It would be a turnaround from last year, when a food shortage resulted in fewer cubs being born and more cubs being abandoned due to mothers who either starved or were hit by cars while looking for food.
Park wildlife biologist Bill Stiver told the Knoxville News Sentinel (http://bit.ly/RiXAcu) that white acorns, which the bears prefer to eat in the fall, are especially plentiful.
"We expect to see a lot of females with cubs on the landscape this spring," Stiver said.
He said in addition to having healthier bears, the mast abundance has led to fewer nuisance complaints from people about the bears.
Last year, he said, there were a high number of nuisance complaints as well as bear-vehicle collisions. In addition, several backcountry campsites and trail shelters were closed due to nuisance bear activity.
"The highest road kills in the park were in 1984, 1997 and 2011," Stiver said. "Every 13 years or so we have a mast crash that results in bears moving all over the place."
Scientists say this year's acorn crop in the Smokies will start a gradual increase in the bear population, which will continue until the next mast shortage.
Because of the plentiful food supply, backcountry campsites are open this year, and warning signs posted at several campsites and trails should be removed soon.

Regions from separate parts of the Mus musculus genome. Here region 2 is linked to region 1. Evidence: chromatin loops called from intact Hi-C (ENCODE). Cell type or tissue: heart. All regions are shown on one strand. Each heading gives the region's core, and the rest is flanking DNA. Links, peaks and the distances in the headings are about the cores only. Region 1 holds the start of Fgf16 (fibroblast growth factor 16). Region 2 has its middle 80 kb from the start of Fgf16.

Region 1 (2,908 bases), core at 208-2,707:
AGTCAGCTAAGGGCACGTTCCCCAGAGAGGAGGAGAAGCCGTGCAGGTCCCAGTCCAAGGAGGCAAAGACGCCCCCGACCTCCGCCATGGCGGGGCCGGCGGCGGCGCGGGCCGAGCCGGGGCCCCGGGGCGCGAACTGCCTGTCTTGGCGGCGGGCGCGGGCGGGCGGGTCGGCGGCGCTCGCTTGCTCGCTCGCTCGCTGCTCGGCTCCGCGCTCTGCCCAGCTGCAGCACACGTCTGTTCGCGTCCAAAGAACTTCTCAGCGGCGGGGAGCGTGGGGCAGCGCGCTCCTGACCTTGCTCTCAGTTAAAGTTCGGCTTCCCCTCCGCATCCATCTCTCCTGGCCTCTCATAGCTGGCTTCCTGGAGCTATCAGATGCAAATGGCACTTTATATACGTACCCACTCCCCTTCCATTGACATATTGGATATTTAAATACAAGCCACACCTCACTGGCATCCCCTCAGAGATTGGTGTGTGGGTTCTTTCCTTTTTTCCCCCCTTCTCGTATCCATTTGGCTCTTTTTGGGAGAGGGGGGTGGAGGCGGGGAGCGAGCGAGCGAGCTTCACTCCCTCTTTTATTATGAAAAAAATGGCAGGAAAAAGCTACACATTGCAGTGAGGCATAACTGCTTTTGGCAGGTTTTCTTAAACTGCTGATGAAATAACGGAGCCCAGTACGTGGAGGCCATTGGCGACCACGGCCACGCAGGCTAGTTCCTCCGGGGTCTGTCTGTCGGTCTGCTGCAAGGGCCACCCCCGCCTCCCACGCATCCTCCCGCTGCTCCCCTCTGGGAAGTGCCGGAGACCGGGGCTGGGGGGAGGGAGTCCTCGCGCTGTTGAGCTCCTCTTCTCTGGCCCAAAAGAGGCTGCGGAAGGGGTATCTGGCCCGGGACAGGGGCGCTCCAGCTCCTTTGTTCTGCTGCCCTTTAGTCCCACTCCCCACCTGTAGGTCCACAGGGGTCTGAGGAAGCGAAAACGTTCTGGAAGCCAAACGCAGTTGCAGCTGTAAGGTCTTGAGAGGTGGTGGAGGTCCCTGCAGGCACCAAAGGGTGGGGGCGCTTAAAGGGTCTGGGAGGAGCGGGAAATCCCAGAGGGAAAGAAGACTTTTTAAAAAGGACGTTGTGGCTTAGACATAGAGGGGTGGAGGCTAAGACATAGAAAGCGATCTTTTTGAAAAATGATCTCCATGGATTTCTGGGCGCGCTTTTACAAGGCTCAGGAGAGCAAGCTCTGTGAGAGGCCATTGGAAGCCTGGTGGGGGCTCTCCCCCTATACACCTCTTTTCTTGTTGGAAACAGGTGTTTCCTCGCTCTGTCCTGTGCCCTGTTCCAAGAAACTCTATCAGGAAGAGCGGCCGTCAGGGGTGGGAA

Outside the Smokies, there have been about 250 nuisance bear calls to the Tennessee Wildlife Resources Agency as of early October. TWRA bear biologist Dan Gibbs said many calls were connected to bears getting into household garbage or trash bins.
"The vast majority of our complaints are related to human activity — people not properly managing their garbage or barbecue grills," said Gibbs. "Bears have spread to the point where we can get a nuisance report from any county in our region. In the spring the sub-adult males are disbursing, and in the fall bears are looking for food. Bears are just part of living in East Tennessee."
Information from: The Knoxville News Sentinel, http://www.knoxnews.com
Copyright 2012 The Associated Press.